Towards Bahamas Independence

Towards Bahamas Independence

Annually on July 10 and on its peripheries, The Bahamas is en fête. The weeks and days leading up to that date signal an appreciable banquet of trade for dry goods stores and the occasional vendors, who sell Bahamian flags, buntings and a seemingly endless supply of Independence novelties. July 10 also generates bounty for the major newspapers, which provide paid space for equally interminable congratulatory Independence advertisements. Not shabby either is the uptick in sales for restaurants and anyone who can generate entertainment that combines music, dance, food and liquor into a potent mix that makes for hangovers and, in some cases, head-hanging in shame for many.

We have come to expect an archipelago-wide flourishing of colour, most visibly in the bedecking of countless business establishments, private houses and public spaces in The Bahamas with flags and various types of bunting bearing the black, gold and aquamarine of the national emblem. On ‘Independence Day’ itself or the weekend preceding, there will be marching bands and displays of precision and music by the armed forces, regattas and “sail-aways” featuring raucous, on board bacchanalia.

Not to be undone in this febrile outbreak of patriotism, Bahamians will bedizen themselves in flag-patterned clothing and accessories from hats to shoes, drive vehicles bedecked in small flags, and greet fellow road users with honks of the horn, smiles and hand waves.

The ‘dis we country’ fever usually cools down with the dawn of the July 11. If the holiday falls on a Friday or Monday, giving rise to a ‘long’ weekend, the heat can last for the entire period. All too soon, though, the heat abates, reality intrudes. Nevertheless, the cold light of dawn and reason reveals that we in The Bahamas have not yet achieved independence.  The document signed by the British, our imperial masters from 1629 to the date of signing in 1973 could only free us from British colonial status. It cannot liberate the self-inflicted colonization of our minds and our practices since 1973, when the Union Jack descended the flag pole at Fort Charlotte.

Know this—in 2018 we are merely celebrating the 45th year of our march toward a truer independence. We can be proud that we have covered quite a distance, covered a long stretch of the road than much older nations.  Sobering is the length and condition of the independence trajectory. It is filled with many potholes, yield and stop signs, steep hills to climb, dangerous curves and trick detours in which we can lose our way.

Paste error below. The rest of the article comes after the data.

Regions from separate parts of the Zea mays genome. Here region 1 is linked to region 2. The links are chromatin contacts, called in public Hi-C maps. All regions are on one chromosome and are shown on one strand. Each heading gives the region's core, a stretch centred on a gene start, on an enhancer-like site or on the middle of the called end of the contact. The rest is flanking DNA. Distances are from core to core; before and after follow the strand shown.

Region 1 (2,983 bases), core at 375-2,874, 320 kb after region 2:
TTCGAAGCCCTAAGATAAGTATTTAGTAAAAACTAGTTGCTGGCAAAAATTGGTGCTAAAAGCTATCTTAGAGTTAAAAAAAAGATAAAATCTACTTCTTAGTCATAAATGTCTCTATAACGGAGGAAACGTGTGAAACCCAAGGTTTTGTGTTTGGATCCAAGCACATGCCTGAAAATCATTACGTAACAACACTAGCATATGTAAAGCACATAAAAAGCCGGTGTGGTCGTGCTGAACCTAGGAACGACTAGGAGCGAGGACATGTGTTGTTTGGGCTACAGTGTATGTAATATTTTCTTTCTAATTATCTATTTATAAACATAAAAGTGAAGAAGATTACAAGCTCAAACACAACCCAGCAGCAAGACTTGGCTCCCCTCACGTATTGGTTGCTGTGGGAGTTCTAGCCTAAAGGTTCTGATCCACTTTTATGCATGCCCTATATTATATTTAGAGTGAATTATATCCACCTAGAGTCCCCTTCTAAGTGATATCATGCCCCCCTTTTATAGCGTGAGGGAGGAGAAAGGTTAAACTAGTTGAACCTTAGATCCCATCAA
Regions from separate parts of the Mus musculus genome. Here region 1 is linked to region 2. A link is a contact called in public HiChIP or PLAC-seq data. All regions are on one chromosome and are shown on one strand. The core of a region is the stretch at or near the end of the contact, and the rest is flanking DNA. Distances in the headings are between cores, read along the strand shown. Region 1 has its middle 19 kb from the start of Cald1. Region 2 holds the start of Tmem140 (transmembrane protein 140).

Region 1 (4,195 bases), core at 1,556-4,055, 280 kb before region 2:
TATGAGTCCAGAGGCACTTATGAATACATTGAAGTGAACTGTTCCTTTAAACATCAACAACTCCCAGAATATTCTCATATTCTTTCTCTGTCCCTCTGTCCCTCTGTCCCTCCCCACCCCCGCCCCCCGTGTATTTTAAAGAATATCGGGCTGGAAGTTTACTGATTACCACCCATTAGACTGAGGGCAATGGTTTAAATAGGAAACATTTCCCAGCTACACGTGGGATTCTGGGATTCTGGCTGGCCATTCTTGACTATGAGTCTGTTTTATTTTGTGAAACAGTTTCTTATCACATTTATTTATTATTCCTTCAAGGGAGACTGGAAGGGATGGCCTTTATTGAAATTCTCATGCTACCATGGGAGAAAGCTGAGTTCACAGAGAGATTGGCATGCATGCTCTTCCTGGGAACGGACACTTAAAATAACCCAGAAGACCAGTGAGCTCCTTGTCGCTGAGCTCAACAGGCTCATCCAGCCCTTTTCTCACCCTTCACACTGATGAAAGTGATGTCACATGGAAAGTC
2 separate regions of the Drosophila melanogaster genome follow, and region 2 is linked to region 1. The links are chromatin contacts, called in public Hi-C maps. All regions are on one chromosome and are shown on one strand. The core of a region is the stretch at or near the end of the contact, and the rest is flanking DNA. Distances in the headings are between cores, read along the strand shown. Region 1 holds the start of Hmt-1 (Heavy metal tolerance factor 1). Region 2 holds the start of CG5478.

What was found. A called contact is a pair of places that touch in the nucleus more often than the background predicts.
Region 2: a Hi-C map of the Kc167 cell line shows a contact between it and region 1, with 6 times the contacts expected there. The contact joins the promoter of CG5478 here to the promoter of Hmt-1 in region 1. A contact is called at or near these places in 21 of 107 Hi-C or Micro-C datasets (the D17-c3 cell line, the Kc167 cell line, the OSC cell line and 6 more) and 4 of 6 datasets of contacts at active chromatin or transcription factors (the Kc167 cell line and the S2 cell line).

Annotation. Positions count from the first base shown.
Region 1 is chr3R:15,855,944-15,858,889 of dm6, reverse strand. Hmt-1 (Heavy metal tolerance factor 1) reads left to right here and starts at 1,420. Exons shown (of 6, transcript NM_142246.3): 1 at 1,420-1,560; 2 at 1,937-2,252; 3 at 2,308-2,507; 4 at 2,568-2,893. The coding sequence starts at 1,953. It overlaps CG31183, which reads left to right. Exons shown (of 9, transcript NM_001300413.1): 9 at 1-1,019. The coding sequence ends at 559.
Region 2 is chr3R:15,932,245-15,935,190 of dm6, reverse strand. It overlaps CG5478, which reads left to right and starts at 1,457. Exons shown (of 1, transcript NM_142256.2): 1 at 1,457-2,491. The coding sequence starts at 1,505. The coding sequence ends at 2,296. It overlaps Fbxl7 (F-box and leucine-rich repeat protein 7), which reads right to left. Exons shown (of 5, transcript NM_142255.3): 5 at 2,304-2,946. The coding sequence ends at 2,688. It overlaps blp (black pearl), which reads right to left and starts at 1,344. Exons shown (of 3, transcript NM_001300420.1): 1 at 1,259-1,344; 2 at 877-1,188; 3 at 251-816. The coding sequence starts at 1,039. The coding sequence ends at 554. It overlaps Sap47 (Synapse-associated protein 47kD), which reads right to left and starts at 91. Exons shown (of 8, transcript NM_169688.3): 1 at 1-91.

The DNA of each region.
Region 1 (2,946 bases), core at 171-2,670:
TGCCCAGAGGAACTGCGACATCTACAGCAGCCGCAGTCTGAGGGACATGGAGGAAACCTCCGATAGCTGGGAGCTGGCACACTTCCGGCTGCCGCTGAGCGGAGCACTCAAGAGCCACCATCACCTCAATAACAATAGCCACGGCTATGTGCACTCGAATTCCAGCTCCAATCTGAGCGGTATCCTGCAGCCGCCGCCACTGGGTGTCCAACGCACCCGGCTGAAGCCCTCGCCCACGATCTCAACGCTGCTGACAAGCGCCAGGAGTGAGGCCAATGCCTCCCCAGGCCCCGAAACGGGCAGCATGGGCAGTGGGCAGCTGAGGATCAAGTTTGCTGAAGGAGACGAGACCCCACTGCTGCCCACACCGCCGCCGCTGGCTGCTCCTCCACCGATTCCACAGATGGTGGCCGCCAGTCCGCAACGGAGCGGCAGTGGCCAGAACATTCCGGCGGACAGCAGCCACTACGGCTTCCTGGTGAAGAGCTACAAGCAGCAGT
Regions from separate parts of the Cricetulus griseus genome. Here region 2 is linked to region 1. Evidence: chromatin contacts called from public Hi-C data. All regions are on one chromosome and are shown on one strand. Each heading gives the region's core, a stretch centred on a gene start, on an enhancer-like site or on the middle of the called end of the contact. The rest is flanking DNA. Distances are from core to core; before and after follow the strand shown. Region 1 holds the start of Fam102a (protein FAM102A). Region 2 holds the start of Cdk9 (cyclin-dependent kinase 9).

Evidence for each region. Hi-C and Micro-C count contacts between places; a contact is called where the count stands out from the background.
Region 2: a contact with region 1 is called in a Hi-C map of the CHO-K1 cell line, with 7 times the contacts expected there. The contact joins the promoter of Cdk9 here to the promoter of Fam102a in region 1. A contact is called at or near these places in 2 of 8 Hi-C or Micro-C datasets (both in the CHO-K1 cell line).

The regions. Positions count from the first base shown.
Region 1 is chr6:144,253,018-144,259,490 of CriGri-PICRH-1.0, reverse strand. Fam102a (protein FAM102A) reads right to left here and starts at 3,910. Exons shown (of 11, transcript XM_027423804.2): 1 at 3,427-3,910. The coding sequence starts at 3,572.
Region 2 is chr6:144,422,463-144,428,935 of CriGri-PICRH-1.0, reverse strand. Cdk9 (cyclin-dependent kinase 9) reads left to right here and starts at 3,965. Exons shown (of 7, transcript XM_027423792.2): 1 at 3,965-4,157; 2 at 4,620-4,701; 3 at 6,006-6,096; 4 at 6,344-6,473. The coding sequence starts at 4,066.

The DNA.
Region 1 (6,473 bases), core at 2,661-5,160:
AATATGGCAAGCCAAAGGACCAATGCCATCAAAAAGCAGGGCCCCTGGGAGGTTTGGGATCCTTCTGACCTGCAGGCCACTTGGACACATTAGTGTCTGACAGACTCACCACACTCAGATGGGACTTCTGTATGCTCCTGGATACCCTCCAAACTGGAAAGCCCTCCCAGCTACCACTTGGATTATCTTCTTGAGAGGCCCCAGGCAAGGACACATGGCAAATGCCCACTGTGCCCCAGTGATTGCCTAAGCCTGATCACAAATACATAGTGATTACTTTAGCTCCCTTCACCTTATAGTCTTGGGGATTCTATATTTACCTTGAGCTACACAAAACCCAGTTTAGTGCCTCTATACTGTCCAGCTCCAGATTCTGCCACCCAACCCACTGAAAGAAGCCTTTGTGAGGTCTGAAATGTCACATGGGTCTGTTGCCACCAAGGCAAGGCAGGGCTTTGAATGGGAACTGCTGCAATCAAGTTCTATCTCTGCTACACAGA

There is, however, a GPS that spits out signals that can keep us on track, helping us to hold on to each stretch of the road we conquer. Following are a few of those indicators:

  1. Civil/human rights are not to be triaged by gender, sexual orientation or country of origin. The United Nations Office of the High Commissioner for Human Rights

(OHCHR) speaks justly of the universality of human rights. “Human rights are rights inherent to all human beings, whatever our nationality, place of residence, sex, national or ethnic origin, colour, religion, language, or any other status. We are all equally entitled to our human rights without discrimination. These rights are all interrelated, interdependent and indivisible.”

The organization holds that Human rights are inalienable—“They should not be taken away, except in specific situations and according to due process. For example, the right to liberty may be restricted if a person is found guilty of a crime by a court of law.”

This means that we have an obligation to recognize people as human beings even when they are remanded to prison to await trial or convicted and sentenced to periods of incarceration, even lifetime imprisonment. It means that such persons still deserve decent toilet facilities, clean water and food, and opportunities for continuous learning and rehabilitation.